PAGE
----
Cereal Grain Science is the study of the composition, structure, and properties of cereals and the reactions or transformations they undergo. Cereals are plants such as wheat, rice, corn, barley, rye, oats, and millet, which produce grains that are the base of the world's food supply. Because of the importance of cereals as food for humans and animals, the field of cereal chemistry continues to grow as an important scientific career.
Although the field may be considered highly specialized, it is actually quite diversified. This diversity becomes apparent when one reviews the many different areas that employ the skills of cereal chemists.
The cereal chemist may work in basic research, examining the biochemical components of cereals, including their carbohydrates, proteins, lipids, and enzymes. Some of these studies are very technical, employing sophisticated analytical techniques and instrumentation. By contrast, the cereal chemist may be employed by a food company involved in the practical aspects of food production—for example, in flour milling, baking malting, brewing, or pasta manufacturing. In the food company, the cereal chemist or technologist may be involved in product development or quality control, where his or her understanding of the production of food may be used to assess products for consistently high quality.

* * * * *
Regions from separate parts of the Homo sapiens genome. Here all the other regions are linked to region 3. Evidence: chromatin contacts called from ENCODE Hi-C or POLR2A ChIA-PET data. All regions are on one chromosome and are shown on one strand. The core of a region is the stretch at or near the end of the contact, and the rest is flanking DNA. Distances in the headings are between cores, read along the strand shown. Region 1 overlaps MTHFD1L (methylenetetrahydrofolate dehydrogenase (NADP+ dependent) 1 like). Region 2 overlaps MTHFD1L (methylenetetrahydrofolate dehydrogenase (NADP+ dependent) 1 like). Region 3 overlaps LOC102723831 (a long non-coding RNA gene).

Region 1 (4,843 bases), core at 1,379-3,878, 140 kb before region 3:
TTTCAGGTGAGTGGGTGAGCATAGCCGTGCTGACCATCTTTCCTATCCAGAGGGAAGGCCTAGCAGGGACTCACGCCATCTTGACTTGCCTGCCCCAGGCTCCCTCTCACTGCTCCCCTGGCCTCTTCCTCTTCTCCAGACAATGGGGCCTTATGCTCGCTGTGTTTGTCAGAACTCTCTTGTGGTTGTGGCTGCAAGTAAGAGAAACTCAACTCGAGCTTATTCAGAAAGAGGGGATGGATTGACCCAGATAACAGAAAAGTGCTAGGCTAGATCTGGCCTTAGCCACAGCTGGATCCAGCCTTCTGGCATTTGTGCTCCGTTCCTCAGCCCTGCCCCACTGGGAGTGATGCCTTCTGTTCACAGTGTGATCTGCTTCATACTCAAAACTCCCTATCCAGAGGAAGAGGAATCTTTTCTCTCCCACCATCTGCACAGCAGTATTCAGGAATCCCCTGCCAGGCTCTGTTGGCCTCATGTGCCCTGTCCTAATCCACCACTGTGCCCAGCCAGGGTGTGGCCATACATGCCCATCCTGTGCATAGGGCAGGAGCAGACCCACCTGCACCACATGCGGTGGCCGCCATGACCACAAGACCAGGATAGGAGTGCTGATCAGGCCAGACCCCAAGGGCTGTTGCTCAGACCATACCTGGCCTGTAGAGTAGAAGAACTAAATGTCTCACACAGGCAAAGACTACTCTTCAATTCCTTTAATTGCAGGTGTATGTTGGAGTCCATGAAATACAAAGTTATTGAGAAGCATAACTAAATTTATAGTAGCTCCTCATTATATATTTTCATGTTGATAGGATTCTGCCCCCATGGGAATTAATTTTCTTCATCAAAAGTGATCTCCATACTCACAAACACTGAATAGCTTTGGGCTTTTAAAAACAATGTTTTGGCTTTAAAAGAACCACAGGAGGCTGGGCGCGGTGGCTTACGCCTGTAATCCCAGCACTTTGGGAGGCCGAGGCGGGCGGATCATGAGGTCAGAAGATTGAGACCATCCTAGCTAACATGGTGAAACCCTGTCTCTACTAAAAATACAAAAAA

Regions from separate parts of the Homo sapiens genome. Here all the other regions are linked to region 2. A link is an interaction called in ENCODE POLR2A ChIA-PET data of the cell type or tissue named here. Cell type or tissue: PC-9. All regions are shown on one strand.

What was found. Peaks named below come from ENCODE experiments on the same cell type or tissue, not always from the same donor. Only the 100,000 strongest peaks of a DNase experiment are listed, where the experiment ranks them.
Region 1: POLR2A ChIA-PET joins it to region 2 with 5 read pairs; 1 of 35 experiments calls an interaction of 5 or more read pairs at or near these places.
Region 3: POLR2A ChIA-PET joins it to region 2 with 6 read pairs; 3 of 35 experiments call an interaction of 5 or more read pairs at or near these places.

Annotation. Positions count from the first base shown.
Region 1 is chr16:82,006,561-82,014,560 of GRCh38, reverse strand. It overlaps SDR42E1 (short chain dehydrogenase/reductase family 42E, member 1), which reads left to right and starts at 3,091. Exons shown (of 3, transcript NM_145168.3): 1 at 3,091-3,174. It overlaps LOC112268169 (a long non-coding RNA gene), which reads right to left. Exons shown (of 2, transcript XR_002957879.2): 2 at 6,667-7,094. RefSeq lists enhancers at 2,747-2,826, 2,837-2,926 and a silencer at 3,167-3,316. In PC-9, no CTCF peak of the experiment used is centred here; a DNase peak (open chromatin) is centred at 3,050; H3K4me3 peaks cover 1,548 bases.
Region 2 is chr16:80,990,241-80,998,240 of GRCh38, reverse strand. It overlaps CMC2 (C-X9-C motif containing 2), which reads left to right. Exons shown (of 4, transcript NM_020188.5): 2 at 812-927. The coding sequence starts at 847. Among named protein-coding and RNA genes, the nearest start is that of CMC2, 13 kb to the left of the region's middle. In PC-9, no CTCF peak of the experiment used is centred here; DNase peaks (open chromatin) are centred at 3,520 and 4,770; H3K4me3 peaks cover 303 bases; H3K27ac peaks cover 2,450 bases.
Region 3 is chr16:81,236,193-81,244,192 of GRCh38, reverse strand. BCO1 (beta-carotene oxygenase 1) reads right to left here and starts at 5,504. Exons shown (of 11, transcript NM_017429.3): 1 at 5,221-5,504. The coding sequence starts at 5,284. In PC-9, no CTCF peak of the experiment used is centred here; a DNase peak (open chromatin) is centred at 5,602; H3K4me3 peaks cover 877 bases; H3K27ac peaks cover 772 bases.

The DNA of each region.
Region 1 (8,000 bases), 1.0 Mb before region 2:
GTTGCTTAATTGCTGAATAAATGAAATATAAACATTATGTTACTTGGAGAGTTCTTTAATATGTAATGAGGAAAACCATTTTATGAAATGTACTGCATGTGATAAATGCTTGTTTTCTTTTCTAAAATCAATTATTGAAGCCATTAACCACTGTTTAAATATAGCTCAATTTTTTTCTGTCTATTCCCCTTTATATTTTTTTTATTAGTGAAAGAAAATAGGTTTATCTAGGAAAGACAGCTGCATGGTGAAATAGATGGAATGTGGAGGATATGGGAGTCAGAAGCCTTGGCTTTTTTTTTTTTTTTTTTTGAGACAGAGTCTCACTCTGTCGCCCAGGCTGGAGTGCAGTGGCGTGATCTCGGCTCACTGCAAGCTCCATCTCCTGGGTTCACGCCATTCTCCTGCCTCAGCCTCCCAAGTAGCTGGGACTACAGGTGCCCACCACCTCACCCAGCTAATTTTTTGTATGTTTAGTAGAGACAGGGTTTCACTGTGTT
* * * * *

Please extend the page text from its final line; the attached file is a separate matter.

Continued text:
A few universities offer specialized training in cereal chemistry. However, many individuals engaged in cereal chemistry obtain their training in the fields of food science, foods and nutrition, chemistry (organic or biochemistry), or agriculture.